What is dysgerminoma of the ovary?
(DIS-jer-mih-NOH-muh) A type of cancer that begins in germ cells in females. Germ cells are cells that form sperm in males or eggs in females. Dysgerminomas occur most often in the ovaries, but they may also occur in other areas of the body, including the central nervous system.
Are dysgerminoma radiosensitive?
Ovarian dysgerminoma is a highly radiosensitive malignant tumor occurring in young age group. The conventional treatment was total abdominal hysterectomy and bilateral salpingo-oophorectomy followed by radiotherapy.
How is dysgerminoma treated?
Treatment of dysgerminoma may be either:
- total abdominal hysterectomy and bilateral salpingo-oophorectomy followed by radiation therapy or combination chemotherapy; or.
- unilateral salpingo-oophorectomy followed by chemotherapy.
Can Dysgerminoma come back?
Abstract. Ovarian dysgerminoma is a rare type of germ cell tumor. The majority of patient relapses occur within 2 years of diagnosis.
Is Dysgerminoma sensitive to radiotherapy?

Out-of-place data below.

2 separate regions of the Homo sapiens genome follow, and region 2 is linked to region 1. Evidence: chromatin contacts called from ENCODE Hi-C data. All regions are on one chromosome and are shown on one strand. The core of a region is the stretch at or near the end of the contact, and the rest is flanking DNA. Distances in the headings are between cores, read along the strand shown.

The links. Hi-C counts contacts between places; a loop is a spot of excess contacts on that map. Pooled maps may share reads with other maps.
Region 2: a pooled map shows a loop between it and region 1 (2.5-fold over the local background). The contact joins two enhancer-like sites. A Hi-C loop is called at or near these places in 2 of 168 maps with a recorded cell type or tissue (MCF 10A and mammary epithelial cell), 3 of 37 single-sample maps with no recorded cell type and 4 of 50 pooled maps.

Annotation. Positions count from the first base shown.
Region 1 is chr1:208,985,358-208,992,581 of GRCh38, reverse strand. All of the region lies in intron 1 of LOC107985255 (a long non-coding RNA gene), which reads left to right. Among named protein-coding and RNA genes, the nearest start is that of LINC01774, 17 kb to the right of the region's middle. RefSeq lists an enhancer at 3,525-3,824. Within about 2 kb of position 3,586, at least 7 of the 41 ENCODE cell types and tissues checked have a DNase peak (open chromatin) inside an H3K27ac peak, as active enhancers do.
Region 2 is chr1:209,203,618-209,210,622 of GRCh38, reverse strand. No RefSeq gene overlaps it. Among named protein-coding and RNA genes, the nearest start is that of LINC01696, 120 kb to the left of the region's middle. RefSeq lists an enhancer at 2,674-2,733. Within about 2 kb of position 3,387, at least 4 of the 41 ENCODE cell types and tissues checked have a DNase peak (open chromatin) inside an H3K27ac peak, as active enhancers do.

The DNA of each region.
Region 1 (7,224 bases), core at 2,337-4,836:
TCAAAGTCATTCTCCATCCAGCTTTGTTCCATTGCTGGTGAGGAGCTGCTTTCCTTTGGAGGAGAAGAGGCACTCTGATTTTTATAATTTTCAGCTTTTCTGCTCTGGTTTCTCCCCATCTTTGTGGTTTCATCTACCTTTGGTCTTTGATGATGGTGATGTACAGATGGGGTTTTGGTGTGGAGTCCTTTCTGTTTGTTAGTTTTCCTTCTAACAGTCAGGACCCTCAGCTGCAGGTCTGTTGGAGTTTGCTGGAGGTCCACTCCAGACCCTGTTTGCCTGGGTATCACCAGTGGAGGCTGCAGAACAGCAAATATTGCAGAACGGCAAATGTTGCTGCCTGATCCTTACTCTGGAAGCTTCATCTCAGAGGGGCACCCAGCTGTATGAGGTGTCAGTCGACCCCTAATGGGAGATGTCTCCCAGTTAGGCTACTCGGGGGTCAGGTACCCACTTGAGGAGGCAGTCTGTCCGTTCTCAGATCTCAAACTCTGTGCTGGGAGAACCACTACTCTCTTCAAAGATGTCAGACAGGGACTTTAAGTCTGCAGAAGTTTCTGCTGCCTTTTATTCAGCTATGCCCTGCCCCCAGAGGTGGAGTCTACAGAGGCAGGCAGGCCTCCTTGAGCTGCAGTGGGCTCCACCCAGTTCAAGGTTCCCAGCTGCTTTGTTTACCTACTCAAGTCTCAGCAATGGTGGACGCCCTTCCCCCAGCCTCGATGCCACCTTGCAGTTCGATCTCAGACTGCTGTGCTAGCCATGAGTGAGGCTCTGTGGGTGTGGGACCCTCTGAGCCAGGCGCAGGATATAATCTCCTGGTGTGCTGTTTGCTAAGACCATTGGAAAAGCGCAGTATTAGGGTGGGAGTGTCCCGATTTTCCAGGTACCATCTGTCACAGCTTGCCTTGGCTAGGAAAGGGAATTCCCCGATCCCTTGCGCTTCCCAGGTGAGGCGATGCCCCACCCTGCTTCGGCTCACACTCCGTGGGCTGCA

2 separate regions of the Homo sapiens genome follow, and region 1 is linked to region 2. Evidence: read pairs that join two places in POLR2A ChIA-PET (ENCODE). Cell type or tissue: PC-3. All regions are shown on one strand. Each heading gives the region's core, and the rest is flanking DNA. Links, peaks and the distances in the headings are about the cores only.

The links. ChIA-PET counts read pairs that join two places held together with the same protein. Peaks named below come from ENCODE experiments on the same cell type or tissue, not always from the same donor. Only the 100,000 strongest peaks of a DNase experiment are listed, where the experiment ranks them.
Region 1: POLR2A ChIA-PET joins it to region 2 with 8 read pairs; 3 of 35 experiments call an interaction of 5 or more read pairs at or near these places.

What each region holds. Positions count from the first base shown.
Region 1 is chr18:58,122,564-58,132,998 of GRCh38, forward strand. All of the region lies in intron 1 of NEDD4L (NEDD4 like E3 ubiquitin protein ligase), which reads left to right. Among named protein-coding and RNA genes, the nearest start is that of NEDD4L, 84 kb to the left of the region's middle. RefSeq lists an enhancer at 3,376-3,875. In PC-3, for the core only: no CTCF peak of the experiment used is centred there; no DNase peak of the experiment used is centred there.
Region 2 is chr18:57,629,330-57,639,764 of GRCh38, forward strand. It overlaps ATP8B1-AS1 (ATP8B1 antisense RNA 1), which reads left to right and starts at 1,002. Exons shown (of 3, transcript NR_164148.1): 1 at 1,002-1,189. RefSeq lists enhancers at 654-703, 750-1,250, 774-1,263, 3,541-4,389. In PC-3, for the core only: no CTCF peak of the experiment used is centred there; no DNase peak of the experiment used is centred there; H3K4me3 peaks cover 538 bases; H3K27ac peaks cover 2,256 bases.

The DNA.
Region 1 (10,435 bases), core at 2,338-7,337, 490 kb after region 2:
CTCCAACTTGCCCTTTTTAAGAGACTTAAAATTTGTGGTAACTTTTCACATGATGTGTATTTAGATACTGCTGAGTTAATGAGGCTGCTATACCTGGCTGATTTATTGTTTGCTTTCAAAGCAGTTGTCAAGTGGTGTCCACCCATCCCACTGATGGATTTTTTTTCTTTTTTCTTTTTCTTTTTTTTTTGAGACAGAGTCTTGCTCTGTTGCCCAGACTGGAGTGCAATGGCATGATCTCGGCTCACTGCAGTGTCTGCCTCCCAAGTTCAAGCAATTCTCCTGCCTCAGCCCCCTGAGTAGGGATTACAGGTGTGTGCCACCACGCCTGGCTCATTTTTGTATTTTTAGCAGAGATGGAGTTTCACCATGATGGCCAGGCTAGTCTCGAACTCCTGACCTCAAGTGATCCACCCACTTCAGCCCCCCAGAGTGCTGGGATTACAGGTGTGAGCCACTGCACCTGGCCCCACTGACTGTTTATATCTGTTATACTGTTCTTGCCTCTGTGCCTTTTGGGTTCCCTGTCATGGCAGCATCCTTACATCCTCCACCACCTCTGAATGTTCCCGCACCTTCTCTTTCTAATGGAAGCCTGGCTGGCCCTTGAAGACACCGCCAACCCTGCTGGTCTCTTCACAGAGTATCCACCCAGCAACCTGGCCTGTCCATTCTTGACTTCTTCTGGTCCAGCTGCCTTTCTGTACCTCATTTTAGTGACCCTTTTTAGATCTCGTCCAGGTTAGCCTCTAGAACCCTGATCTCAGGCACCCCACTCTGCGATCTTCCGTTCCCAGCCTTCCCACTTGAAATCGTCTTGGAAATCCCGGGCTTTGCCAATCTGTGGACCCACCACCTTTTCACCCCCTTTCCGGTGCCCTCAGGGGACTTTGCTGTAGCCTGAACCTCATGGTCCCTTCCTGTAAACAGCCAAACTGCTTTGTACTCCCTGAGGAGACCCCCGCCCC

First, dysgerminomas are highly responsive to both radiation and platinum-based chemotherapy, so adjuvant therapy for advanced-stage disease and treatment of recurrence are typically very successful.
Why is LDH elevated in Dysgerminoma?
Since LDH is a glycolytic enzyme it may be abundant in dysgerminoma cells. Changes in the permeability of the tumor cell membranes or necrosis of tumor cells may release enzymes into the circulation, but in such cases one should expect other enzymes to be as markedly elevated as LDH.
Does Dysgerminoma produce placental alkaline phosphatase?
Dysgerminomas can produce rises in levels of chorionic gonadotrophin, and the majority are positive for placental alkaline phosphatase (Fig. 29.8E).
Are Dysgerminoma radiosensitive?
What cancers raise LDH?
Increased LDH may also be a prognostic tumor marker in many other solid tumors, including colorectal cancer , nasopharyngeal carcinoma [3, 4], lung cancer [5–7], breast cancer [8, 9], prostate cancer , germ cell cancer [11, 12], and melanoma [13, 14].
What causes LDH levels to rise?
Conditions that can cause increased LDH in the blood may include liver disease, anemia, heart attack, bone fractures, muscle trauma, cancers, and infections such as encephalitis, meningitis, encephalitis, and HIV. LDH is also a non-specific marker of tissue turnover, which is a normal metabolic process.